Illinois legislature agrees to fund higher education at 30 percent of last year’s level

By Alexander Fangmann
25 April 2016

As Illinois’ budget impasse prepares to enter its 11th month, the Illinois House and Senate agreed on Friday to what has been widely referred to as an “emergency” or “stopgap” funding measure for higher education. Workers should be warned, however, that the Democrats and Republicans are working closely together to hammer out the framework of an agreement on deep budget cuts that would result in continued layoffs in higher education and social services, to say nothing of the deep suffering those cuts would inflict on the state’s most vulnerable residents.

Anger at the ruling elite for their failure to fund higher education and social service has been mounting as individual schools continue to report on layoffs and cuts, and as the state’s social service providers close their doors and cut off desperately needed life-lines to the disabled, elderly and homeless. These institutions have so far received nothing from the state in the way of funding, even as the rest of state government has up to this point continued receiving funding at the same rate as the previous year due to a variety of court order and consent decrees.

The bill, which provides funding for state universities and community colleges at about 30 percent of the previous year’s levels, may well be the only funding that these institutions end up receiving. The current plan calls for the state’s public universities to share $356 million, which would provide most of them with 31 percent of their funding based on last year’s budget level. Chicago State University, which had warned it could close down at the end of the semester, would receive 60 percent. Community colleges would receive $74.1 million, or about 27 percent of their expected budget.

Grants provided through the Monetary Award Program would receive $167.7 million, about one semester’s worth of funding. MAP grants are awarded to low-income students in Illinois at either public or private colleges and universities. Many institutions who concentrate on educating working class and first-generation students were hit heavily by the lack of MAP grant funding. Some even announced they would begin requiring students to pay back the grants they were awarded if the state funding never materialized.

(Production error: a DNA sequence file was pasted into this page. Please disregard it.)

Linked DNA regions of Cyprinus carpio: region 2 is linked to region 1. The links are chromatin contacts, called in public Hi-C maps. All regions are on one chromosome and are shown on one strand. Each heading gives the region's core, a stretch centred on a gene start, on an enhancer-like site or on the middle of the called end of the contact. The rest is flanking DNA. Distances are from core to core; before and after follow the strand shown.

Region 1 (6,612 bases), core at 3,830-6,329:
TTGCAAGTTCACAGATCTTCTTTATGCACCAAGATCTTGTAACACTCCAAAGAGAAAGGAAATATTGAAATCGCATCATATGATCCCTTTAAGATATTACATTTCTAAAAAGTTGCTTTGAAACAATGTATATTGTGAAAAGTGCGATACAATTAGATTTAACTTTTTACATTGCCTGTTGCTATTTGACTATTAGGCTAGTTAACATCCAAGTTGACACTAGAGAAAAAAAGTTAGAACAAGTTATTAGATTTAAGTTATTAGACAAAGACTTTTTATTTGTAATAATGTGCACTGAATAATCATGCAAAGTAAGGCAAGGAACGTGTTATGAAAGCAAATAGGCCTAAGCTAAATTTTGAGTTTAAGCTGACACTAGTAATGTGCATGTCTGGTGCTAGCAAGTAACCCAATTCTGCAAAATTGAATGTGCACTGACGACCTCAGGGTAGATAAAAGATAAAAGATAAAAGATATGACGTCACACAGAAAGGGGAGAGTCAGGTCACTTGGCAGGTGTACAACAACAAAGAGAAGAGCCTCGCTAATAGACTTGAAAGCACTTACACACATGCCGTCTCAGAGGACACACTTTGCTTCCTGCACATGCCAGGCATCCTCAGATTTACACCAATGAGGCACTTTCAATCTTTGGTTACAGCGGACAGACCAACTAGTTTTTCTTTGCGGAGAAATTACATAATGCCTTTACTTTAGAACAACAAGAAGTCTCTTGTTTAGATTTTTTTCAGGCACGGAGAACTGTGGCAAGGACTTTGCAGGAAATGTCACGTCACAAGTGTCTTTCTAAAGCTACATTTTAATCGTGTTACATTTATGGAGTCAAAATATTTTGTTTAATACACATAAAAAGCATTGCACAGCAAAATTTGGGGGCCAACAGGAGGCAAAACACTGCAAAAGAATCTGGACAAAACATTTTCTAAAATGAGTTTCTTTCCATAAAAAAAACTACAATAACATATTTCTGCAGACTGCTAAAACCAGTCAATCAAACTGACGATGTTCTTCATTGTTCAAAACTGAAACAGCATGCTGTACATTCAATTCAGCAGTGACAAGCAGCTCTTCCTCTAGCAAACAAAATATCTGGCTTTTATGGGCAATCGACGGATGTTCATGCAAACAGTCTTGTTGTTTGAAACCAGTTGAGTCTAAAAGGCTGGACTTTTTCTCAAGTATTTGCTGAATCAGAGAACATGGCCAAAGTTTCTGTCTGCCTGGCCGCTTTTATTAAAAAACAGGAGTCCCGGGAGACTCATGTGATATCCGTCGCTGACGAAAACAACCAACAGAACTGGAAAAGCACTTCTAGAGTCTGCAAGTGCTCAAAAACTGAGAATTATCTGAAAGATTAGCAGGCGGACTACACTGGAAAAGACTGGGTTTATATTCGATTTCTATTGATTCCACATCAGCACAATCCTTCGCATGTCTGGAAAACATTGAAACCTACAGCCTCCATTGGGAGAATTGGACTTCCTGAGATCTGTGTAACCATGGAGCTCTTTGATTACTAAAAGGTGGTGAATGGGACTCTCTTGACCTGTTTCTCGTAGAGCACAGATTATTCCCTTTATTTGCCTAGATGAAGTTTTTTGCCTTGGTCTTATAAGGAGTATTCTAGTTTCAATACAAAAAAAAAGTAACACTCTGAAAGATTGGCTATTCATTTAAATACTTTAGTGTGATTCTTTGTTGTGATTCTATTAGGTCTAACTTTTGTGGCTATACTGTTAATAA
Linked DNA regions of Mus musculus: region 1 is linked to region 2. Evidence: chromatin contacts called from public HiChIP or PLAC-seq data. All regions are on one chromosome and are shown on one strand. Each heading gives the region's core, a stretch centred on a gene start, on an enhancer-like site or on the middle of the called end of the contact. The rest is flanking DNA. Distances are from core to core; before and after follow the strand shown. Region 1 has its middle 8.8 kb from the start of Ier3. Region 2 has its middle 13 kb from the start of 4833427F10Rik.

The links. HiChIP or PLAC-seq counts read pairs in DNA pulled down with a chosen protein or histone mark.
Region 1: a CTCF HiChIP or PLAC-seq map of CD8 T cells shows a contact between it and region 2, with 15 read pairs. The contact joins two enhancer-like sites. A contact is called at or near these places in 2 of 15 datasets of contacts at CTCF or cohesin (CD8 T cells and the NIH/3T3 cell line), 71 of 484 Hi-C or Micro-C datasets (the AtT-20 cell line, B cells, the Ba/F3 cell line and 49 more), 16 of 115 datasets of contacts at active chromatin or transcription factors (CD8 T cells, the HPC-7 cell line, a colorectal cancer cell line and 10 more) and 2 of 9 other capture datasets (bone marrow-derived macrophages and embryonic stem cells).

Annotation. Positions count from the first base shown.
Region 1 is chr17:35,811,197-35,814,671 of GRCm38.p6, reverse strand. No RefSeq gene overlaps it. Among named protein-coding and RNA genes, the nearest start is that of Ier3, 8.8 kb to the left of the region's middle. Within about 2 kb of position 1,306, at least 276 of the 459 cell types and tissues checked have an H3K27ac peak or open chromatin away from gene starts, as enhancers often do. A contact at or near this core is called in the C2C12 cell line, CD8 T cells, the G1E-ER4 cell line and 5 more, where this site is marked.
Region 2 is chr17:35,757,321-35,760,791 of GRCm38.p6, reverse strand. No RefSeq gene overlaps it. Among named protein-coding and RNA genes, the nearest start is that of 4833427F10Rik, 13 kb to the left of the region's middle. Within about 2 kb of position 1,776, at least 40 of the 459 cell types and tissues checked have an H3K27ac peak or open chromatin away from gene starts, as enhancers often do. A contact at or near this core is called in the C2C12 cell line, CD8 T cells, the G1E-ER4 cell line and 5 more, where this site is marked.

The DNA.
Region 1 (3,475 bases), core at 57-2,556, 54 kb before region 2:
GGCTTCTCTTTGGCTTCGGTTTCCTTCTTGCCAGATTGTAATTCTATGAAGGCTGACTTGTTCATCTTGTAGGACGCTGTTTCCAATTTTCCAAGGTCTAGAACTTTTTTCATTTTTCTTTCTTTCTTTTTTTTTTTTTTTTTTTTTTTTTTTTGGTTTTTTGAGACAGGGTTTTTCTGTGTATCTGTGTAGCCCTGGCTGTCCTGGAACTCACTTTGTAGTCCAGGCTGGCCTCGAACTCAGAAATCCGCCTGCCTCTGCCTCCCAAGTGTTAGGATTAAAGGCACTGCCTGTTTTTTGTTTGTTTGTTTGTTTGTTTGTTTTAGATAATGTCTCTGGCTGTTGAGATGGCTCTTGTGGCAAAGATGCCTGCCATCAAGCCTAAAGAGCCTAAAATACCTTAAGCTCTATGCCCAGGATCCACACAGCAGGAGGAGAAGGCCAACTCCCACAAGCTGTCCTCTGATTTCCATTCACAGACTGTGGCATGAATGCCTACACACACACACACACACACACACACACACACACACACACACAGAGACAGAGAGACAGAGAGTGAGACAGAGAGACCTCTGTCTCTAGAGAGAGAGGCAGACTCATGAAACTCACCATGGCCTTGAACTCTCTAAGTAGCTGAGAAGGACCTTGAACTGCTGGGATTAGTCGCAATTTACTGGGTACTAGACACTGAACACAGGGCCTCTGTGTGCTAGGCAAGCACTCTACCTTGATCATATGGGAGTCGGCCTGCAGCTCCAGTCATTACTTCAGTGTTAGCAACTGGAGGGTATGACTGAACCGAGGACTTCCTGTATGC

Even with the funding, it is likely that few of the already announced cuts will be reversed. Many institutions have already indicated that they will continue with planned layoffs.

After the passage of the measures by near unanimous majorities, Illinois Democratic House Speaker Michael Madigan took the opportunity to make a grand show of criticizing Republican Governor Bruce Rauner, who has made passage of a state budget contingent on the passage of his “Turnaround Agenda,” a collection of anti-worker measures long sought by the most rapacious elements of the financial aristocracy. Claiming to be pushing for a “more comprehensive budget and full fiscal year funding” that is “not contingent on passage of [Rauner’s] demands that will destroy the middle class,” Madigan is in actuality working towards the framework of a plan that will allow Democrats and Republicans to agree to a compromise between their proposals for austerity.

An important component of this plan is likely to be a move in the near future by Illinois Attorney General Lisa Madigan, Michael Madigan’s daughter, to end the current court-mandated payments to state workers. On March 24, the Illinois Supreme Court rejected a lawsuit brought by AFSCME Council 31, the local representing a large portion of state workers, which had sued over promised pay raises from 2011 that were withheld because the state claimed it did not have the money. In its decision, the court said that it was “a well-defined and dominant public policy under which multiyear collective bargaining agreements are subject to the appropriation power of the State, a power which may only be exercised by the General Assembly.”

Those court decisions, which had been supported by Rauner and his appointee and ally, Comptroller Leslie Munger, have allowed large portions of state government to continue operating. It is expected that the attorney general will attempt to apply the Supreme Court decision to the current standing court rulings by the Illinois 1st District Appellate Court and a St. Clair County court that have kept paychecks flowing to workers.

In other words, the Democratic Party is moving to end the paychecks of thousands of state workers in what would amount to a shutdown of state government. This has been widely hailed as a means to force Rauner into a compromise as a response to public outcry and anger. It is, however, nothing of the sort. Such a move would actually be a prelude to massive concessions and cuts as the unions would then be free to call any kind of deal a “victory” in the same way that they have attempted to characterize all recent defeats for workers.

In such a situation, the outstanding money for higher education is a likely target for elimination, since those institutions have by and large managed to keep themselves alive by shedding workers and cutting programs.

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